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  • Holly Blum, The Word Whisperer

How To Wow With Vows: 7 Steps To Writing Your Own Wedding Vows

Today’s weddings are all about personalization—finding the right details to reflect your unique relationship. And when it comes to the wedding ceremony itself, there’s no better way to personalize than by writing your own vows. But if the thought of sharing your innermost thoughts with your fiancé in front of all your family and friends sounds terrifying, take a deep breath. I’m going to walk you through how to write your own vows…and keep your sanity.

Step one: Get inspired.

Before you start writing, look at examples of other vows for inspiration. They can be from your own religion, or even from a favorite book or movie. When you find what resonates with you, ask yourself what it is about the words or tone that strikes a chord with you. Remember this when you start writing.

Step two: Think about tone.

Think about how you want to sound. Do you want to be funny? Romantic? Traditional? Whimsical? If you are planning to keep the vows a secret from your fiancé consider having a third-party read both sets of vows in advance to make sure they are not too similar.

Step three: Take a trip down memory lane.

Take some time to really think about your partner and reflect on your relationship. Remember how you met and fell in love. Think through the happy and not-so-happy memories and what makes your relationship work. Ask yourself what you love and respect most about your partner and how your life has changed over time. Use these memories to jumpstart the actual writing process.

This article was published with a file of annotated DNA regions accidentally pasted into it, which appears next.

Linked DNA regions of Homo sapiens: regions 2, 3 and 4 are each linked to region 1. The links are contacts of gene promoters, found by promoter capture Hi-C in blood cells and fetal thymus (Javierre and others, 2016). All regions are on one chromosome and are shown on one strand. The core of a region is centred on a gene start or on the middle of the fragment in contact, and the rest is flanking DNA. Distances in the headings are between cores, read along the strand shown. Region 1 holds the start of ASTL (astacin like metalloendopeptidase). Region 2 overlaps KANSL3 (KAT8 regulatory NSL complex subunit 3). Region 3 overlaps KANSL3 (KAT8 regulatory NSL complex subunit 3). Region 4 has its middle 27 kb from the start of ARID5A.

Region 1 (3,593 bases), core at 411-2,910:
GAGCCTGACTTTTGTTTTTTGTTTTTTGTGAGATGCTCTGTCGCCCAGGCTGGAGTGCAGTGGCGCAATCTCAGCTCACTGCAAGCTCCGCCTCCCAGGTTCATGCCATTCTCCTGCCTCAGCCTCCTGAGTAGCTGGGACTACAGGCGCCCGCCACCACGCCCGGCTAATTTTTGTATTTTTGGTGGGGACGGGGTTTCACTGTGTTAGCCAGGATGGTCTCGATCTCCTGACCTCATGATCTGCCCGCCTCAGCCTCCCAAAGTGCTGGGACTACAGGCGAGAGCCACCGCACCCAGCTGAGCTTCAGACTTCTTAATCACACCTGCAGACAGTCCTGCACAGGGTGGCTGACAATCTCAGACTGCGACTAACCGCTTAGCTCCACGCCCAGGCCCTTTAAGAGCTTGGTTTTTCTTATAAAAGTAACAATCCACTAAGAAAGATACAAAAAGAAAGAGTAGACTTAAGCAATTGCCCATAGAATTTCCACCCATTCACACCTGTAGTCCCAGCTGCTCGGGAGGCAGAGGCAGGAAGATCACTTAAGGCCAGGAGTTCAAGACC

Step four: Promises, promises, promises.

Vows are promises, so focusing on what you’re promising to do is key. But be careful of sounding too cliché or general. “I promise to be there for you in good times and bad times” may be too close to the lyrics from “That’s What Friends Are For.” But, “I promise to remember the happiness I feel at this very moment and take it with me throughout our life together” is a more specific way to express your love.

Step five: Let it flow.

Now that you’ve settled on your memories and promises, it’s time to put everything on paper. There are many ways to structure your vows, some more linear than others. One of my favorite ways is to start with a short story or anecdote that captures the essence of your relationship and tie back to the same story at the end of your vows. In between you can express your gratitude for your partner and state your actual vows.

Step six: Practice makes perfect.

Your vows should be one or two minutes in length (no more!) The best way to stick to the time limit and get comfortable with the delivery is by practicing aloud. Make sure that you’re not getting tripped up by any words. If you are, tweak the wording until it sounds more conversational. Also, make sure to practice standing up straight and making eye contact with your beloved.

Step seven: Have a back-up plan.

No matter how much you practice in advance, it’s hard to prepare for the emotions of the day. It’s quite possible that you will become too overcome to get the vows out. It’s not a bad idea to ask the officiant or a trusted family member or friend to serve as a back up reader just in case. Just make sure you share a copy of the vows in advance so they are prepared if they need to step in for you.

If this process is still too daunting for you, don’t hesitate to give me a call. I PROMISE we can work together to write beautiful vows that sound just like you wrote them yourself.

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